3.16.2006

Explanations and dick jokes

Apparently not everyone quite got what the deal with that last post was.

The Ides of March, or March 15th, was the day that Julius Caesar was killed by thirty-three Roman senators, including Marcus Brutus and Gaius Cassius.

In the play Julius Caesar, Caesar is confronted on the feast of the Lupricau (known today as Valentine's Day) by a soothsayer who shouted, "Beware the Ides of March." In his arrogance he ignored the warning. And the rest is history.

I'd like to point all of you in the direction of Miz Bohemia's guest post on circumcision over at Sar's, where incedentally I've been nominated for the caption contest for the second week in a row. Throughout the debate I've had the urge to crack jokes, but didn't want to make them there. So if you'll give me leave:

Circumcision is an issue that a lot of people get snippy about. It can be a real pain in the dong.

I was circumcised and I'm not all that pleased about it, but I'm not about to bring up old wounds.

Miz B's arguement against circumcision cuts to the point.

Ahem.

Ok, I think that's it for the jokes.

More shall be added to this post. But first, dinner.

Ok, so more accurate would have been to say, "More shall be added after dinner, coffee, and a lot of guitaring." It's about 2 at the moment. Hope no one missed me. Well actually that's not true. I hope that people missed me if they came here expecting something, but I hope that no one was terribly put off that I haven't continued my post.

In any case.

With Transcience still in hiatus, Alice on vacation, and Pia soon to leave on a trip of her own, I may have to step things up here. I'll give it a shot.

There is a holiday in Boston known as Evacuation Day. Quite simply, the day that we drove the Redcoats the fuck out of Boston. Cannons taken from Fort Ticonderoga were placed on Dorchester Heights, stocked with gunpowder stolen from a stockpile in Bermuda, were trained on General Howe's Garrison. The battle ended with naught a salvo fired, save a few warning shots. Boston was never attacked again.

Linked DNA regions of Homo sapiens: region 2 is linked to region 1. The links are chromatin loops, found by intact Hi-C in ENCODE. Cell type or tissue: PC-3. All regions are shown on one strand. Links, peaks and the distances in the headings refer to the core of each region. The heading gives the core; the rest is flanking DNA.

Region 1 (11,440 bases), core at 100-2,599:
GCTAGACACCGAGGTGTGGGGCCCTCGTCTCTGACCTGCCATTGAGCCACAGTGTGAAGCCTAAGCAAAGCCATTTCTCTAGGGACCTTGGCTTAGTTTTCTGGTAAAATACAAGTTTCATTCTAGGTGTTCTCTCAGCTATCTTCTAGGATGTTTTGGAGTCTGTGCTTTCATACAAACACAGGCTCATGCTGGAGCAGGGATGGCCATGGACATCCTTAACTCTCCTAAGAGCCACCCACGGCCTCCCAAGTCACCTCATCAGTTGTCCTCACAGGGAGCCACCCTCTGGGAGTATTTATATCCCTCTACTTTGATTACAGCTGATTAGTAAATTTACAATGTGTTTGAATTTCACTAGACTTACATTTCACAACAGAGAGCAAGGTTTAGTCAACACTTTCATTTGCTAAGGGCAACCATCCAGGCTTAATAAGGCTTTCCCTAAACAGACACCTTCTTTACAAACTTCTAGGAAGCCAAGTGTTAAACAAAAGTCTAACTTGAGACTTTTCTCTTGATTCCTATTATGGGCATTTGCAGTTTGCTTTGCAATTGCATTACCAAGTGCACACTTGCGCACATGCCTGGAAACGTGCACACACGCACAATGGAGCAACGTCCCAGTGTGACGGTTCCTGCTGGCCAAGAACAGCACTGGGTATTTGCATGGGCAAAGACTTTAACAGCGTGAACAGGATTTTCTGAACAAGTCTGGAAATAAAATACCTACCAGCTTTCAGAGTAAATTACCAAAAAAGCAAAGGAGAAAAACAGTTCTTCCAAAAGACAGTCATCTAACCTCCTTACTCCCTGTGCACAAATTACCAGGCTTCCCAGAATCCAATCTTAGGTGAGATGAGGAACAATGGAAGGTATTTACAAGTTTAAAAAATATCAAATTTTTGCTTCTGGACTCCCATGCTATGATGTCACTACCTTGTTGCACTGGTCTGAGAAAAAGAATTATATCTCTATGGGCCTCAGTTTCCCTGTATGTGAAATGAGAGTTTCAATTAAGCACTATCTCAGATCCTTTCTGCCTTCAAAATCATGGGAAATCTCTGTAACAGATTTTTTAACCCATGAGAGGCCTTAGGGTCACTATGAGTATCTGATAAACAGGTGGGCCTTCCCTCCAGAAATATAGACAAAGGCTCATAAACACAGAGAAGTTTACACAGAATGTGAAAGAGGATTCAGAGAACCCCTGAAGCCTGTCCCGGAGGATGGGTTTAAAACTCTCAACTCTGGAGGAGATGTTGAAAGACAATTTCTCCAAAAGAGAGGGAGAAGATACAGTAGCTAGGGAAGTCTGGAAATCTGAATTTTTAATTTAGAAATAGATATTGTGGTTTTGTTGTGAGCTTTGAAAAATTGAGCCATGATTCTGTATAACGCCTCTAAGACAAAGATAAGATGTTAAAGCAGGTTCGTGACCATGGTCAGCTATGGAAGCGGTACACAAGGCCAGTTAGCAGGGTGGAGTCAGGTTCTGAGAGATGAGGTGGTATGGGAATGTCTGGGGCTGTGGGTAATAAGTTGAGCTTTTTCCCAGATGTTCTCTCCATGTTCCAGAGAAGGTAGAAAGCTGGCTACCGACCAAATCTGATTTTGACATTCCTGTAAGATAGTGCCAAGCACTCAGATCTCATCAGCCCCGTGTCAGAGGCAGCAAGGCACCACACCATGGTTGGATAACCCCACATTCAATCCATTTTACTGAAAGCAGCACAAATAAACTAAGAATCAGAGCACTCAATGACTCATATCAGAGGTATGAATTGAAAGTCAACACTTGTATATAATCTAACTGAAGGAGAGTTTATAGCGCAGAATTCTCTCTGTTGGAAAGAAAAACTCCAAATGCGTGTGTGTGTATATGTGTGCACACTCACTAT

Such a day of triumph for our country, and more specifically for the city of Boston, and even more specifically over the British, quite fittingly coincides with Saint Patrick's Day. And here in Boston, we do that shit right. Fuck green beer; it's what people use as compensation for not really wearing green on the inside. Guinness on tap, Harp, Killian's Irish Red. Jamerson's whiskey. All flow liberally in Boston on this day. Also, fuck corned beef and cabbage; that shit ain't authentic. This is the day of Irish breakfasts. Potatos done any way; and apart from that just eat whatever the fuck and chase it with a pint.

This is also the day to get wicked. To rock out so hard it sets off car alarms at a distance of 300 meters. And there is one mainstay of the Saint Patrick's Day experience that one can only partake of here in Boston. A Dropkick Murphys concert. Good God I hope you know who the Murphys are. Punk rockers born and raised in the city of Boston whose every song is laced with their Irish heritage. It's been said that the Irish invented the bagpipe and gave it to the Scottish as a joke. This is true. And the Scots mastered the technical skill of the bagpipe. Some time later on, the Murphys said, "well that's all well and good, but how about we show you how to make music with this thing that people will actually enjoy."

The Dropkick Murphys play at least one show every Saint Patrick's Day. To be an Irishman, a Bostonian, and a rocker and not see them at least once on this day would be to deny my heritage. That and it would be to miss out on the best way that one under the age of 21 can legally enjoy the holiday. Which is why in about 2 hours I'm going to step outside my door, and into a car. That car will be headed into town. Specifically, it will be headed towards the Black Rose Restaurant, where the Dropkick Murphys are playing at 8 in the morning. The doors open at 6 and the first 100 people in the door get free Irish breakfasts.

I'll take "We doin' this!" for five billion fucking dollars, Alex.

So expect the next post to be a possibly incoherent rambling about a kickass show. The thought had briefly occured to me to take a nap first but I'm way too pumped right now.